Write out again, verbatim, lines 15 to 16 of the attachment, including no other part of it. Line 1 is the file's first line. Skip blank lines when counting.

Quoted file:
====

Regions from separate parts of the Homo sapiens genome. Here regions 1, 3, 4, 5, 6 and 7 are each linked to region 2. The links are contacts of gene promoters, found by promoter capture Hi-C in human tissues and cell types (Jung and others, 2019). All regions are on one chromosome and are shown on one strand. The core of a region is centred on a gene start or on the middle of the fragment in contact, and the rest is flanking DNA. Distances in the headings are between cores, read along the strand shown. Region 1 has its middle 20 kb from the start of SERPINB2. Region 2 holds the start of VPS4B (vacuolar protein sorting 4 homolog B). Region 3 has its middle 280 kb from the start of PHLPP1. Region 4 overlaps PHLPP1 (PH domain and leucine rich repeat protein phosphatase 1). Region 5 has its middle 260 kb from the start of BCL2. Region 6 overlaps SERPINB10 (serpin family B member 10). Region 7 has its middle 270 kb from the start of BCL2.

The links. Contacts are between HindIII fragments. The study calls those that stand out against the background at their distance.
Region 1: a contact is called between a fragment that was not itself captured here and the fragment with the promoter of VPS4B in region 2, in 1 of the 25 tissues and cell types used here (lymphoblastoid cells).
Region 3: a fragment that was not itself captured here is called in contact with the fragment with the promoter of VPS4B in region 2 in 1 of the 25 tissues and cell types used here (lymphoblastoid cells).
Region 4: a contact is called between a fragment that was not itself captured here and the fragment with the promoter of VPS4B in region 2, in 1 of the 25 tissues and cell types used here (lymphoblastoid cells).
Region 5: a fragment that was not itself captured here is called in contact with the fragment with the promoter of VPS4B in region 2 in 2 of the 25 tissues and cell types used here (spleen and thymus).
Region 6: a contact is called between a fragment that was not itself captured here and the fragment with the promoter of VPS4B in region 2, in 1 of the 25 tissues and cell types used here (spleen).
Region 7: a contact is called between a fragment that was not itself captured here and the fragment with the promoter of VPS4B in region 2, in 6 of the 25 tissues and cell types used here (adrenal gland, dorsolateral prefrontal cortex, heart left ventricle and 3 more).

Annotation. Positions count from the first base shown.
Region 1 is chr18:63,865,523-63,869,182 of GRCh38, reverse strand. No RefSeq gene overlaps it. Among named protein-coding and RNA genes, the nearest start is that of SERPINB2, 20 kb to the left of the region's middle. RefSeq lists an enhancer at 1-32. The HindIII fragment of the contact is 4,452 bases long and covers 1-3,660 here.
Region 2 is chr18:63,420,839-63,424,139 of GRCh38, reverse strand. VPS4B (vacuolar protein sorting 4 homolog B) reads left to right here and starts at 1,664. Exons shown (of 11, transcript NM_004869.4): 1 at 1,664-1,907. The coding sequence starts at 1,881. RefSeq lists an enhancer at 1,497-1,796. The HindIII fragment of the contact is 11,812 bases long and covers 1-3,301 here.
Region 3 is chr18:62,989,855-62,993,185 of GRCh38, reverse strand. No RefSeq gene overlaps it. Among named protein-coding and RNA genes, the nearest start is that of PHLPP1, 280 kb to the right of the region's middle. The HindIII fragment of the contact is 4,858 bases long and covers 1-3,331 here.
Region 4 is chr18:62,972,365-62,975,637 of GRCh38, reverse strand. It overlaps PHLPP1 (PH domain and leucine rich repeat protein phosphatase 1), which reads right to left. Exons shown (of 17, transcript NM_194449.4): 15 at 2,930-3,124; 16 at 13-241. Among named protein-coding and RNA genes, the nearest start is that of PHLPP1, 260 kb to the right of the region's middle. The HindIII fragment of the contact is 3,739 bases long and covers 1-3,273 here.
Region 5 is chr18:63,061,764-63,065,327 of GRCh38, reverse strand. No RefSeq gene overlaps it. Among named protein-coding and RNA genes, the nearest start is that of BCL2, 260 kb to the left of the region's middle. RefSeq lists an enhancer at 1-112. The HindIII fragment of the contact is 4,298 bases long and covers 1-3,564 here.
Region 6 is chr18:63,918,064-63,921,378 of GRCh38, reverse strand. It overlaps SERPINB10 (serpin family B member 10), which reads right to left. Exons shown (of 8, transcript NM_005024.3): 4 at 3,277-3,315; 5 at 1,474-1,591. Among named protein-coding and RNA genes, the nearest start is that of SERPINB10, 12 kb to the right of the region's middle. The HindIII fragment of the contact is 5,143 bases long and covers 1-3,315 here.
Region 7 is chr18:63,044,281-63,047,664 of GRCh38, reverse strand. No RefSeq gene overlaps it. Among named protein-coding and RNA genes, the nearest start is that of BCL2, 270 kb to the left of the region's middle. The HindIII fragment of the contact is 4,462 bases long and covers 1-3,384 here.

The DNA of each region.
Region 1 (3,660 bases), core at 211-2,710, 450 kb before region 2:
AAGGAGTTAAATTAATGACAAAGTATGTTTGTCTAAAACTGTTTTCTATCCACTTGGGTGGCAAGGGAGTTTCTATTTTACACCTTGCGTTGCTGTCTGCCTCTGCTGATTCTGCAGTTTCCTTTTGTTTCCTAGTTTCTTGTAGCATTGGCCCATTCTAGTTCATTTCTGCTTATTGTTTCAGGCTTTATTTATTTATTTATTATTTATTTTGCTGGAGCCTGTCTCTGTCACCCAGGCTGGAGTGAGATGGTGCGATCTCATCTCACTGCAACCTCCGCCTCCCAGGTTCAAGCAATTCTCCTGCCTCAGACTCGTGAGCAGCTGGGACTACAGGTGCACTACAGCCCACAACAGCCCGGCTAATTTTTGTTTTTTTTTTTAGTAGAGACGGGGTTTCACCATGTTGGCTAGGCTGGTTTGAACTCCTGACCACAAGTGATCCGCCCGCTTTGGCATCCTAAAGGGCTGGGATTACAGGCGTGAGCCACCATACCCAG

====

Region 6 is chr18:63,918,064-63,921,378 of GRCh38, reverse strand. It overlaps SERPINB10 (serpin family B member 10), which reads right to left. Exons shown (of 8, transcript NM_005024.3): 4 at 3,277-3,315; 5 at 1,474-1,591. Among named protein-coding and RNA genes, the nearest start is that of SERPINB10, 12 kb to the right of the region's middle. The HindIII fragment of the contact is 5,143 bases long and covers 1-3,315 here.
Region 7 is chr18:63,044,281-63,047,664 of GRCh38, reverse strand. No RefSeq gene overlaps it. Among named protein-coding and RNA genes, the nearest start is that of BCL2, 270 kb to the left of the region's middle. The HindIII fragment of the contact is 4,462 bases long and covers 1-3,384 here.